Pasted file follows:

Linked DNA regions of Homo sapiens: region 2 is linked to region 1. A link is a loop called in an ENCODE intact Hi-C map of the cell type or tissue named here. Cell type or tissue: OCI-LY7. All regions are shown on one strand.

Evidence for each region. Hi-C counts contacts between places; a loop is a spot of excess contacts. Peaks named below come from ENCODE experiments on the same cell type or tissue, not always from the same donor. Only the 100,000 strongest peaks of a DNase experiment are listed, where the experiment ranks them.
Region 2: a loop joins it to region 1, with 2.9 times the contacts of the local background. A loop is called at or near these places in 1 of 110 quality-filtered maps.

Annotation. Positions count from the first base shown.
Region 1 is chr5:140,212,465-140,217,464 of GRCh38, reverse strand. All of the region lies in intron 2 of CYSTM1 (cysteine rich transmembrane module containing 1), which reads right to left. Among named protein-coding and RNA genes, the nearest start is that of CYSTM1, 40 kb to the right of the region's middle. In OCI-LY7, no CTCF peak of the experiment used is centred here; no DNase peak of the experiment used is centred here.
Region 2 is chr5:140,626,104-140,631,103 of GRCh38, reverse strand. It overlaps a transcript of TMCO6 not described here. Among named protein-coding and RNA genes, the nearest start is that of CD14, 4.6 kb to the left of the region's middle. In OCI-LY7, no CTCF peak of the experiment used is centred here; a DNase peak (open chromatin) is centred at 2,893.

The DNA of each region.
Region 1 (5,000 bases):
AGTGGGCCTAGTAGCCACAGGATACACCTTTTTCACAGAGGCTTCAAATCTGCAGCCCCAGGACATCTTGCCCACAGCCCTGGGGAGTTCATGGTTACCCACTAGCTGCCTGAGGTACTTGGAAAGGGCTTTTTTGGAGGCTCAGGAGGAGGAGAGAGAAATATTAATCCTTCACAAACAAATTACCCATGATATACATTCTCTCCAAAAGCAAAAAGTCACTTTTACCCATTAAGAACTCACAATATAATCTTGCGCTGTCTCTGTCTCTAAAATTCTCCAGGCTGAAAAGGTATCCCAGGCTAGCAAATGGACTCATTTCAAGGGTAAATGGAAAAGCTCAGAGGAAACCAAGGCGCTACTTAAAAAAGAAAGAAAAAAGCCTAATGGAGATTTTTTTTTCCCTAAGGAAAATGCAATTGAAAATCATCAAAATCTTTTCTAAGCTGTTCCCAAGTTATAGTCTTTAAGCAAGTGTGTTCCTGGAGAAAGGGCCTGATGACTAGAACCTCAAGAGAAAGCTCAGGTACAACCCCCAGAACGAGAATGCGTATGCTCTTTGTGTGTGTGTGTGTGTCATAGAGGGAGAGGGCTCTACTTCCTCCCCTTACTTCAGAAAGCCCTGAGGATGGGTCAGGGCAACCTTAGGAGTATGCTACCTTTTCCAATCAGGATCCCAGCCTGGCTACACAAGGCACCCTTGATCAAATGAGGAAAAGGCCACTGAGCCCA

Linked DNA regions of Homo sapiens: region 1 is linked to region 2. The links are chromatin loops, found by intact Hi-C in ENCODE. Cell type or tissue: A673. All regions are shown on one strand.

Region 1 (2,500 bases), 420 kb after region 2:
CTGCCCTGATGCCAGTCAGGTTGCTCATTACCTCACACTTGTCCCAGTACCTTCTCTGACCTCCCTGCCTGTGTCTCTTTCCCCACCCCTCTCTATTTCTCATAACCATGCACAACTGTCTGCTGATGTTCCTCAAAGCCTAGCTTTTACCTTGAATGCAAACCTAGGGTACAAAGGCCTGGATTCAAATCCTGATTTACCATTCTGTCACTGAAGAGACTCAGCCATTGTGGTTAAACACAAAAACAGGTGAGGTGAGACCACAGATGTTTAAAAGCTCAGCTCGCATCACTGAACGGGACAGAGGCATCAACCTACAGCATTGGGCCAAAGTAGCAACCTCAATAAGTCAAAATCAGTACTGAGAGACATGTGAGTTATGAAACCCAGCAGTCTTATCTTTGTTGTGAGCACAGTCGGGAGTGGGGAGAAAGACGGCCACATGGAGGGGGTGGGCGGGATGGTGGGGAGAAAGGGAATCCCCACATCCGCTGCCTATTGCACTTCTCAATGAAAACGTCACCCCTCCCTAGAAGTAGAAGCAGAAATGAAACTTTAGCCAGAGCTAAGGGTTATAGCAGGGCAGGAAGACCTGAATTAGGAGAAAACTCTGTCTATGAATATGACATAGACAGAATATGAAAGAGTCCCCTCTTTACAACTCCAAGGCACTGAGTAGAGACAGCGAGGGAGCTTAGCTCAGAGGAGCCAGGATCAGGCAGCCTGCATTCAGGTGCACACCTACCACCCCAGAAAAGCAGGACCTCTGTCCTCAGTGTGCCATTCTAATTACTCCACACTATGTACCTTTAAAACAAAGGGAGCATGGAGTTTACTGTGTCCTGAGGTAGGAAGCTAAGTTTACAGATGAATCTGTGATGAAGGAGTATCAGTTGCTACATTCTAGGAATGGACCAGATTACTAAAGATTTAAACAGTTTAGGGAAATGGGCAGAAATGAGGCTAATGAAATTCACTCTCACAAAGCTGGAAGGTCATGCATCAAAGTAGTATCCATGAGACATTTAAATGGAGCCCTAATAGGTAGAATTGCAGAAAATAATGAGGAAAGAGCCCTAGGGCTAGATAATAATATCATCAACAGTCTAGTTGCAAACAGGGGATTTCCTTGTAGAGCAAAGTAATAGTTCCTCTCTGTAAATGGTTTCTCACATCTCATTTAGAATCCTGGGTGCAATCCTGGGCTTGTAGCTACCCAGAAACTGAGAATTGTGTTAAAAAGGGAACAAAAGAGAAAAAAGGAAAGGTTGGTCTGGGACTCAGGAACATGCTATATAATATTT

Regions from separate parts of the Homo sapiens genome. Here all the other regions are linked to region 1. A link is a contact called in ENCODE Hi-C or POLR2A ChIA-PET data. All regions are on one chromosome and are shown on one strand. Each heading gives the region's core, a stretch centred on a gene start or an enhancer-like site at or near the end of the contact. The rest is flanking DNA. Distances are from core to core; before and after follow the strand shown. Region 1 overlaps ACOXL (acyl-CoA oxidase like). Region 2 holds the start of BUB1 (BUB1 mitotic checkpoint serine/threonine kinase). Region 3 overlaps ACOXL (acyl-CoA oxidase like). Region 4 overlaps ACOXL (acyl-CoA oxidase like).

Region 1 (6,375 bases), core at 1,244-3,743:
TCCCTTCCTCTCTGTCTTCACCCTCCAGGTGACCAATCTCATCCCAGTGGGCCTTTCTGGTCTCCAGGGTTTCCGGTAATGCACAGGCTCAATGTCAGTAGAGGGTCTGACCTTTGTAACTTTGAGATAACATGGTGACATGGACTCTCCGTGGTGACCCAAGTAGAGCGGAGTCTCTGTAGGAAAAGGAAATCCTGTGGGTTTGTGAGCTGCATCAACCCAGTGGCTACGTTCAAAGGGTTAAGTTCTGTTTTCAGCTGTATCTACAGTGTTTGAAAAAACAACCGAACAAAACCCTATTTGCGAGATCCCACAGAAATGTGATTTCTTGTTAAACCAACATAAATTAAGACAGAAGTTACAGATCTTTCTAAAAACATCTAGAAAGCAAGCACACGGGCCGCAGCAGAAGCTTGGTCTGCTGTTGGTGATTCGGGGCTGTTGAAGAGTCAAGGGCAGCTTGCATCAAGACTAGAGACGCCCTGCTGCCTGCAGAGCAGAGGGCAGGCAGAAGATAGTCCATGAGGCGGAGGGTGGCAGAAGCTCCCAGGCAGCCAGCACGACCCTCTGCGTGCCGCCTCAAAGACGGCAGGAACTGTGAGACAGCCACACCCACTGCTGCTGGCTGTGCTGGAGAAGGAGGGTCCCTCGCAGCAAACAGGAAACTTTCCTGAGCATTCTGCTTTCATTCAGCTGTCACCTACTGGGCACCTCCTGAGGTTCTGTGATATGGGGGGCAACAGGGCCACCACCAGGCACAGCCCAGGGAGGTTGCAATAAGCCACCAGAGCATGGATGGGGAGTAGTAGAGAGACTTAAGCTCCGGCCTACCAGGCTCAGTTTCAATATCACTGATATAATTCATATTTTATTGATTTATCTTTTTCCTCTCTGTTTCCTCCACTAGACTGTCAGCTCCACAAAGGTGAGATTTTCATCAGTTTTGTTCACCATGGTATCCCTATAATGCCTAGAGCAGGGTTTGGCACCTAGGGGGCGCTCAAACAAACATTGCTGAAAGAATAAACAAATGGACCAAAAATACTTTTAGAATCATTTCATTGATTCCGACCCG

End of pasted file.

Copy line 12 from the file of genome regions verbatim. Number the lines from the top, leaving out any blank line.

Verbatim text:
CTGCCCTGATGCCAGTCAGGTTGCTCATTACCTCACACTTGTCCCAGTACCTTCTCTGACCTCCCTGCCTGTGTCTCTTTCCCCACCCCTCTCTATTTCTCATAACCATGCACAACTGTCTGCTGATGTTCCTCAAAGCCTAGCTTTTACCTTGAATGCAAACCTAGGGTACAAAGGCCTGGATTCAAATCCTGATTTACCATTCTGTCACTGAAGAGACTCAGCCATTGTGGTTAAACACAAAAACAGGTGAGGTGAGACCACAGATGTTTAAAAGCTCAGCTCGCATCACTGAACGGGACAGAGGCATCAACCTACAGCATTGGGCCAAAGTAGCAACCTCAATAAGTCAAAATCAGTACTGAGAGACATGTGAGTTATGAAACCCAGCAGTCTTATCTTTGTTGTGAGCACAGTCGGGAGTGGGGAGAAAGACGGCCACATGGAGGGGGTGGGCGGGATGGTGGGGAGAAAGGGAATCCCCACATCCGCTGCCTATTGCACTTCTCAATGAAAACGTCACCCCTCCCTAGAAGTAGAAGCAGAAATGAAACTTTAGCCAGAGCTAAGGGTTATAGCAGGGCAGGAAGACCTGAATTAGGAGAAAACTCTGTCTATGAATATGACATAGACAGAATATGAAAGAGTCCCCTCTTTACAACTCCAAGGCACTGAGTAGAGACAGCGAGGGAGCTTAGCTCAGAGGAGCCAGGATCAGGCAGCCTGCATTCAGGTGCACACCTACCACCCCAGAAAAGCAGGACCTCTGTCCTCAGTGTGCCATTCTAATTACTCCACACTATGTACCTTTAAAACAAAGGGAGCATGGAGTTTACTGTGTCCTGAGGTAGGAAGCTAAGTTTACAGATGAATCTGTGATGAAGGAGTATCAGTTGCTACATTCTAGGAATGGACCAGATTACTAAAGATTTAAACAGTTTAGGGAAATGGGCAGAAATGAGGCTAATGAAATTCACTCTCACAAAGCTGGAAGGTCATGCATCAAAGTAGTATCCATGAGACATTTAAATGGAGCCCTAATAGGTAGAATTGCAGAAAATAATGAGGAAAGAGCCCTAGGGCTAGATAATAATATCATCAACAGTCTAGTTGCAAACAGGGGATTTCCTTGTAGAGCAAAGTAATAGTTCCTCTCTGTAAATGGTTTCTCACATCTCATTTAGAATCCTGGGTGCAATCCTGGGCTTGTAGCTACCCAGAAACTGAGAATTGTGTTAAAAAGGGAACAAAAGAGAAAAAAGGAAAGGTTGGTCTGGGACTCAGGAACATGCTATATAATATTT